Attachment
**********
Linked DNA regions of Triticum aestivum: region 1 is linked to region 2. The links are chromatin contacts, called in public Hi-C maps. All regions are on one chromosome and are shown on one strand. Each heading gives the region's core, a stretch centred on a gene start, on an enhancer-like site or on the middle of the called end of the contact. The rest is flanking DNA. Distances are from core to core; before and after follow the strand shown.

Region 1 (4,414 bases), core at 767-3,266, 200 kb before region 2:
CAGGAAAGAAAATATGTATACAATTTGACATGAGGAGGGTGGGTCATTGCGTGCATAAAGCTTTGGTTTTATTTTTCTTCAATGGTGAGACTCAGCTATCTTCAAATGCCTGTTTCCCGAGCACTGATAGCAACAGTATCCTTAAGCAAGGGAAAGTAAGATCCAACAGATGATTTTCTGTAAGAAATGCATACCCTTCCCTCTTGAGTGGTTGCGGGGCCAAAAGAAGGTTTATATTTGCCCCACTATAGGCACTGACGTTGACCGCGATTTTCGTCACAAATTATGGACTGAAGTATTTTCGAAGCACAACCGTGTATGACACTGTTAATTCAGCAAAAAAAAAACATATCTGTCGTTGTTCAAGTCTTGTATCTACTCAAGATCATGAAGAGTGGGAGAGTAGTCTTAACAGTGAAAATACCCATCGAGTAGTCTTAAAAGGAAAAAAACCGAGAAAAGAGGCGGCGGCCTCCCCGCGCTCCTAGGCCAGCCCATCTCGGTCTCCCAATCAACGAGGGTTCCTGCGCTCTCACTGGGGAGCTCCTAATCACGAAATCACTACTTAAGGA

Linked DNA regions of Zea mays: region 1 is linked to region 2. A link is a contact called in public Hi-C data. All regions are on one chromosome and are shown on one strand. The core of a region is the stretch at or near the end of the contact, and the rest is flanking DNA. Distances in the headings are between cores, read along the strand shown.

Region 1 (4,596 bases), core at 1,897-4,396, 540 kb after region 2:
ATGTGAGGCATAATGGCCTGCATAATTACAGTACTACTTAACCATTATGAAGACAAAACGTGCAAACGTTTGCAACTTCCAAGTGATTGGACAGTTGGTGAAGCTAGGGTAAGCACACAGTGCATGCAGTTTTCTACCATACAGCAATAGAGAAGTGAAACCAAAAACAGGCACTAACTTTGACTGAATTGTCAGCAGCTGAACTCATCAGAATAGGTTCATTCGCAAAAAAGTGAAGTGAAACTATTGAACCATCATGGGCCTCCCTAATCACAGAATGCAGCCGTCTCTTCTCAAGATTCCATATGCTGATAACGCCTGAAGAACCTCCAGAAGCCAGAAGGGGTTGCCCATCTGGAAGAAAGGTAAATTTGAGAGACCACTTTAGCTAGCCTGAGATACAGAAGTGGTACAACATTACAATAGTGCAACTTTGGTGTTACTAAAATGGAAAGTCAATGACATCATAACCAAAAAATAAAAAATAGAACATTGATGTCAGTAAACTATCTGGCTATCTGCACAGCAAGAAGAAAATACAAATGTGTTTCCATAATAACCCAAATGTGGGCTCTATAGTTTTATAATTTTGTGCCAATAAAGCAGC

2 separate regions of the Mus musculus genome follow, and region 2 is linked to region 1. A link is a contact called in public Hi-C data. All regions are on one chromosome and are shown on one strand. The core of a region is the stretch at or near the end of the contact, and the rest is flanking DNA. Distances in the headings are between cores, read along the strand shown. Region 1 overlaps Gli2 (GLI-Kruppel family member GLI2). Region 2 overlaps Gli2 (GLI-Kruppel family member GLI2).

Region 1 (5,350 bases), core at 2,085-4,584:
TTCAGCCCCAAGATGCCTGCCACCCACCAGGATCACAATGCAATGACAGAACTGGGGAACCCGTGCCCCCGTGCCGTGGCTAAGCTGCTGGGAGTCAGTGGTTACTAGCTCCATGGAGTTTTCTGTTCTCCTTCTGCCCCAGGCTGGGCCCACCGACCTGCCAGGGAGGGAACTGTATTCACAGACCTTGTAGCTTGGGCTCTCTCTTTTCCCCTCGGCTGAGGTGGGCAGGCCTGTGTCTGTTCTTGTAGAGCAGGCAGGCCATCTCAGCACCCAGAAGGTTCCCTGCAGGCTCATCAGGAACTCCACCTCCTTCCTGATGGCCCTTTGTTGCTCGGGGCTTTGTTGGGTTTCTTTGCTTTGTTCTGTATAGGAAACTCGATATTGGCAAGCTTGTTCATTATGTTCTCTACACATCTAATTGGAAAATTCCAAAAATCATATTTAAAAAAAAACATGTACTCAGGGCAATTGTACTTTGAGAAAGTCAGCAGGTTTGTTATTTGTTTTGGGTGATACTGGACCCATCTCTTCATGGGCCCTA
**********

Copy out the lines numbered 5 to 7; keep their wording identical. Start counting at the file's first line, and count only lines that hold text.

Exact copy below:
Region 1 (4,596 bases), core at 1,897-4,396, 540 kb after region 2:
ATGTGAGGCATAATGGCCTGCATAATTACAGTACTACTTAACCATTATGAAGACAAAACGTGCAAACGTTTGCAACTTCCAAGTGATTGGACAGTTGGTGAAGCTAGGGTAAGCACACAGTGCATGCAGTTTTCTACCATACAGCAATAGAGAAGTGAAACCAAAAACAGGCACTAACTTTGACTGAATTGTCAGCAGCTGAACTCATCAGAATAGGTTCATTCGCAAAAAAGTGAAGTGAAACTATTGAACCATCATGGGCCTCCCTAATCACAGAATGCAGCCGTCTCTTCTCAAGATTCCATATGCTGATAACGCCTGAAGAACCTCCAGAAGCCAGAAGGGGTTGCCCATCTGGAAGAAAGGTAAATTTGAGAGACCACTTTAGCTAGCCTGAGATACAGAAGTGGTACAACATTACAATAGTGCAACTTTGGTGTTACTAAAATGGAAAGTCAATGACATCATAACCAAAAAATAAAAAATAGAACATTGATGTCAGTAAACTATCTGGCTATCTGCACAGCAAGAAGAAAATACAAATGTGTTTCCATAATAACCCAAATGTGGGCTCTATAGTTTTATAATTTTGTGCCAATAAAGCAGC

2 separate regions of the Mus musculus genome follow, and region 2 is linked to region 1. A link is a contact called in public Hi-C data. All regions are on one chromosome and are shown on one strand. The core of a region is the stretch at or near the end of the contact, and the rest is flanking DNA. Distances in the headings are between cores, read along the strand shown. Region 1 overlaps Gli2 (GLI-Kruppel family member GLI2). Region 2 overlaps Gli2 (GLI-Kruppel family member GLI2).